Using the Power of Film to Mitigate Hate
“I have always liked to write, but making a film is more interesting because you get to make your stories visual,” said day student Rachel Schlesinger, a member of the Class of 2018. “There’s something about a film that is more universal and accessible than words on a page.
“I love the medium so much,” added Schlesinger, who enrolled at St. Stephen’s in sixth grade and took her first film class as a freshman. In that course she learned to write stories for film and to use a movie camera. Her first projects were short commercials. “My sophomore year I started to get more serious about filmmaking. I spent about six months working on a documentary about flaws in the American education system. I spent months editing it, but it always felt like clips strung together.”
Despite not completing that first film, the process taught her a valuable lesson. “Even a documentary needs to be written out, scripted,” said Schlesinger, whose next film project was decidedly more successful. The idea emerged from plans for a family trip to Lichtenfels, Bavaria, her maternal grandmother’s hometown.
“My grandmother lived a normal life until Hitler came to power,” she explained. “On the ‘Night of Broken Glass’ [Nov. 9, 1938], Hitler sent soldiers across Germany to destroy Jewish homes, businesses and synagogues. My great-grandfather was a businessman; he was arrested and jailed. That night my grandmother, Inge, hid from the Nazis in the attic of her home. She was 9 years old.”
When Schlesinger’s great-grandfather was finally released, the family fled Germany. They immigrated first to England and then, nine months later, to Queens, N.Y. Schlesinger, who was familiar with her family history, decided to make a documentary about her grandmother’s return to her birthplace. “I wanted to know what it meant for her to go back, to visit the town where she grew up,” Schlesinger said. “I thought it would be a way to teach people about what happened to the Jews.
“The coolest part of the whole trip was hearing my grandmother talk about feeling triumph and forgiveness,” Schlesinger said. “She told us, ‘Hitler tried to kill me and my family, yet here I am, surrounded by my offspring and their children.’”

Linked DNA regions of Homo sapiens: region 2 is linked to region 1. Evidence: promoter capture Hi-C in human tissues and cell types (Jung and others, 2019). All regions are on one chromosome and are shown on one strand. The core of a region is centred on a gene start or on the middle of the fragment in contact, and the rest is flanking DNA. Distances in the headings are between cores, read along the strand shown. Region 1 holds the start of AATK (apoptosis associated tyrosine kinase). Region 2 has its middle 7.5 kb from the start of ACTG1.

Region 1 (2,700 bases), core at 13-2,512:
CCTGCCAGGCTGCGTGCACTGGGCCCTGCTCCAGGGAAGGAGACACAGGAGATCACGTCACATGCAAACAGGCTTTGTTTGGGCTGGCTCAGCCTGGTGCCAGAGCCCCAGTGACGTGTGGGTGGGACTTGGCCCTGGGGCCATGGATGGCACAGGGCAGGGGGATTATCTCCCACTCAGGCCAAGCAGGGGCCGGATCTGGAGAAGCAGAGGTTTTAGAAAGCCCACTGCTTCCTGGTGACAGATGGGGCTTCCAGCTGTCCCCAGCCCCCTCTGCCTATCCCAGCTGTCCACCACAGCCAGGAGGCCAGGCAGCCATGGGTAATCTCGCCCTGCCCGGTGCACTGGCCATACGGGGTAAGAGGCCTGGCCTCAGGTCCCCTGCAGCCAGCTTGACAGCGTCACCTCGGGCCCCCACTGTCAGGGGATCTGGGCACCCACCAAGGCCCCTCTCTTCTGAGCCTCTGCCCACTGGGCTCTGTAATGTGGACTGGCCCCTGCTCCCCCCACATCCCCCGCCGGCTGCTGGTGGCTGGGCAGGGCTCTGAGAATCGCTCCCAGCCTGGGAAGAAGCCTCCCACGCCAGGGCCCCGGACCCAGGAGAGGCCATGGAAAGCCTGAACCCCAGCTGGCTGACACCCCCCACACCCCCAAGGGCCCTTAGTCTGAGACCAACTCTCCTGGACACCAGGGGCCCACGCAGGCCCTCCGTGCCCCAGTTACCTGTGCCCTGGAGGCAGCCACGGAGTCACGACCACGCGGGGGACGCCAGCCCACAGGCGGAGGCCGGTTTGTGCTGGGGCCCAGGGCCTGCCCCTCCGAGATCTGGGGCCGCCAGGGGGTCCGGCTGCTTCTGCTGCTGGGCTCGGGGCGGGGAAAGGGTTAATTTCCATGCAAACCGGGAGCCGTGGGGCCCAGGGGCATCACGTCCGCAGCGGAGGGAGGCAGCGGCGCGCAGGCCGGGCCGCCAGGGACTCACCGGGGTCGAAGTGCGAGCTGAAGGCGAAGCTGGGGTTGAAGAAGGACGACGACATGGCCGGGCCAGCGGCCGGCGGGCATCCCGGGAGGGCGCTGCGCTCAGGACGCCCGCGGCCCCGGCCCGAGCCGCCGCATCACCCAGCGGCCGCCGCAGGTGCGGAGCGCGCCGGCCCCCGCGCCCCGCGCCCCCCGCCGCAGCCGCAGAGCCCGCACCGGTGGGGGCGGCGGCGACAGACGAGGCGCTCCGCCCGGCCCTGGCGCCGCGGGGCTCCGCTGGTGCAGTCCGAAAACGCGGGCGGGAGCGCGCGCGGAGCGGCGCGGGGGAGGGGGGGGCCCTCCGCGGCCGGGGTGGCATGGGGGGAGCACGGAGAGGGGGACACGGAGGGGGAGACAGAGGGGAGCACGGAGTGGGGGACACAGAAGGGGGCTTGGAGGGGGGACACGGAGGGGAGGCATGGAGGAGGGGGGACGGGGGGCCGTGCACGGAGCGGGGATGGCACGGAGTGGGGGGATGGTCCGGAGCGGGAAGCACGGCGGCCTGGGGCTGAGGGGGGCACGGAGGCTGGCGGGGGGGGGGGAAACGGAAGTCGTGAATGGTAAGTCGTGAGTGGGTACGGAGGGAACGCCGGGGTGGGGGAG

For Schlesinger, editing the footage into a compact five-minute film proved challenging. She spent five months honing the footage. Film instructor Mike Dolan helped her through the process, teaching her how to use the equipment and providing valuable feedback at different stages of production.
“Rachel persevered to make a powerful and beautiful film,” said Dolan, film instructor and associate director of St. Stephen’s Theatre Focus. “At first she struggled to condense the footage; editing is extra challenging when the subject is so close to home. She also worked with a local sound engineer to edit and mix the sound to be as effective as possible. She had a great experience with this part of the process because she saw how complex it is, and she worked with industry professionals who collaborated with her in the same way they work with professional directors.”
Schlesinger’s determination paid off, and the resulting documentary, “Inge,” was accepted into the 2017 SXSW film competition. Hers was one of only 20 short films produced by high schools students shown at the prestigious film festival. Her work on the film also was recognized during this year’s Scholastic Art Awards. In addition to winning a Gold Award and being named an American Vision Award nominee in the regional competition, she was selected a “Best in Grade” award winner in the national competition. That honor gained her entrance to the prestigious national awards celebration in New York City.
Schlesinger appreciates the recognition her film has received, but is most interested in sharing her grandmother’s story with others. “I want to share her story with as many people as possible,” she said. “I want people to understand that you have the power to control the amount of hate in this world.”